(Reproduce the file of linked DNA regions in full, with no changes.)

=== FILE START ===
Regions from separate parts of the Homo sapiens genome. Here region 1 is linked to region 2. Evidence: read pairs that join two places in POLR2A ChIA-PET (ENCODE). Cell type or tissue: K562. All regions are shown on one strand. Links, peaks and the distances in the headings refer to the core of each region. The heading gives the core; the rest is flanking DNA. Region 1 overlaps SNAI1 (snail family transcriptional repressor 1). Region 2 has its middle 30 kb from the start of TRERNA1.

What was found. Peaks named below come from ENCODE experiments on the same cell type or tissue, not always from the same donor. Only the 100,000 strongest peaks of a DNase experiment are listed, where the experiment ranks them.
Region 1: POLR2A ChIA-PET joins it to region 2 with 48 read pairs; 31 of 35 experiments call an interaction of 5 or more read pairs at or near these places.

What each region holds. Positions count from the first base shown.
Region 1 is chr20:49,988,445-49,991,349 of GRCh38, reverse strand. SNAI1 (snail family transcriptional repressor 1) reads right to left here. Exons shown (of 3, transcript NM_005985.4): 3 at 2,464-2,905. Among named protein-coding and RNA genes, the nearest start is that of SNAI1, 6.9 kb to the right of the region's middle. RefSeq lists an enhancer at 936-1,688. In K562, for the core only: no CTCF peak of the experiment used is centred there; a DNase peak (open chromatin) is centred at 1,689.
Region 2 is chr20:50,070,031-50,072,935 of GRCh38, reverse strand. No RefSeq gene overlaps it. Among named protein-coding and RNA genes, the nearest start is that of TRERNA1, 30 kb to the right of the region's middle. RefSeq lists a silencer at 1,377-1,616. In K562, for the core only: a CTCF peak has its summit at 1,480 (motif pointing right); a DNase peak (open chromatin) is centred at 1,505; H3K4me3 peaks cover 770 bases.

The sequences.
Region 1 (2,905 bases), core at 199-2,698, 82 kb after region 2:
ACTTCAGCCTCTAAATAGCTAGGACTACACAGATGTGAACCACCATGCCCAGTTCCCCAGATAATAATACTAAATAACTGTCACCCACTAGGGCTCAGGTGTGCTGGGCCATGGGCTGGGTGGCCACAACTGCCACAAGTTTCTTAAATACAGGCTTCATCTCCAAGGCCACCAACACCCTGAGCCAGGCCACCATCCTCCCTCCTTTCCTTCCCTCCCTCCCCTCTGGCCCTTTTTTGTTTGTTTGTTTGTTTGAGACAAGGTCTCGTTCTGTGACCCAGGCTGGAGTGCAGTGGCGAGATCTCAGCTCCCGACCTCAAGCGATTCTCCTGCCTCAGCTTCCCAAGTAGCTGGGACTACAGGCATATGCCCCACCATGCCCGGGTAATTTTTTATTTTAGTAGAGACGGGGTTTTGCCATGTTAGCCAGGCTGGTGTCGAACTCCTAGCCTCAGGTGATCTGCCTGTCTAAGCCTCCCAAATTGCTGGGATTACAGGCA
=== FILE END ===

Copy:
Regions from separate parts of the Homo sapiens genome. Here region 1 is linked to region 2. Evidence: read pairs that join two places in POLR2A ChIA-PET (ENCODE). Cell type or tissue: K562. All regions are shown on one strand. Links, peaks and the distances in the headings refer to the core of each region. The heading gives the core; the rest is flanking DNA. Region 1 overlaps SNAI1 (snail family transcriptional repressor 1). Region 2 has its middle 30 kb from the start of TRERNA1.

What was found. Peaks named below come from ENCODE experiments on the same cell type or tissue, not always from the same donor. Only the 100,000 strongest peaks of a DNase experiment are listed, where the experiment ranks them.
Region 1: POLR2A ChIA-PET joins it to region 2 with 48 read pairs; 31 of 35 experiments call an interaction of 5 or more read pairs at or near these places.

What each region holds. Positions count from the first base shown.
Region 1 is chr20:49,988,445-49,991,349 of GRCh38, reverse strand. SNAI1 (snail family transcriptional repressor 1) reads right to left here. Exons shown (of 3, transcript NM_005985.4): 3 at 2,464-2,905. Among named protein-coding and RNA genes, the nearest start is that of SNAI1, 6.9 kb to the right of the region's middle. RefSeq lists an enhancer at 936-1,688. In K562, for the core only: no CTCF peak of the experiment used is centred there; a DNase peak (open chromatin) is centred at 1,689.
Region 2 is chr20:50,070,031-50,072,935 of GRCh38, reverse strand. No RefSeq gene overlaps it. Among named protein-coding and RNA genes, the nearest start is that of TRERNA1, 30 kb to the right of the region's middle. RefSeq lists a silencer at 1,377-1,616. In K562, for the core only: a CTCF peak has its summit at 1,480 (motif pointing right); a DNase peak (open chromatin) is centred at 1,505; H3K4me3 peaks cover 770 bases.

The sequences.
Region 1 (2,905 bases), core at 199-2,698, 82 kb after region 2:
ACTTCAGCCTCTAAATAGCTAGGACTACACAGATGTGAACCACCATGCCCAGTTCCCCAGATAATAATACTAAATAACTGTCACCCACTAGGGCTCAGGTGTGCTGGGCCATGGGCTGGGTGGCCACAACTGCCACAAGTTTCTTAAATACAGGCTTCATCTCCAAGGCCACCAACACCCTGAGCCAGGCCACCATCCTCCCTCCTTTCCTTCCCTCCCTCCCCTCTGGCCCTTTTTTGTTTGTTTGTTTGTTTGAGACAAGGTCTCGTTCTGTGACCCAGGCTGGAGTGCAGTGGCGAGATCTCAGCTCCCGACCTCAAGCGATTCTCCTGCCTCAGCTTCCCAAGTAGCTGGGACTACAGGCATATGCCCCACCATGCCCGGGTAATTTTTTATTTTAGTAGAGACGGGGTTTTGCCATGTTAGCCAGGCTGGTGTCGAACTCCTAGCCTCAGGTGATCTGCCTGTCTAAGCCTCCCAAATTGCTGGGATTACAGGCA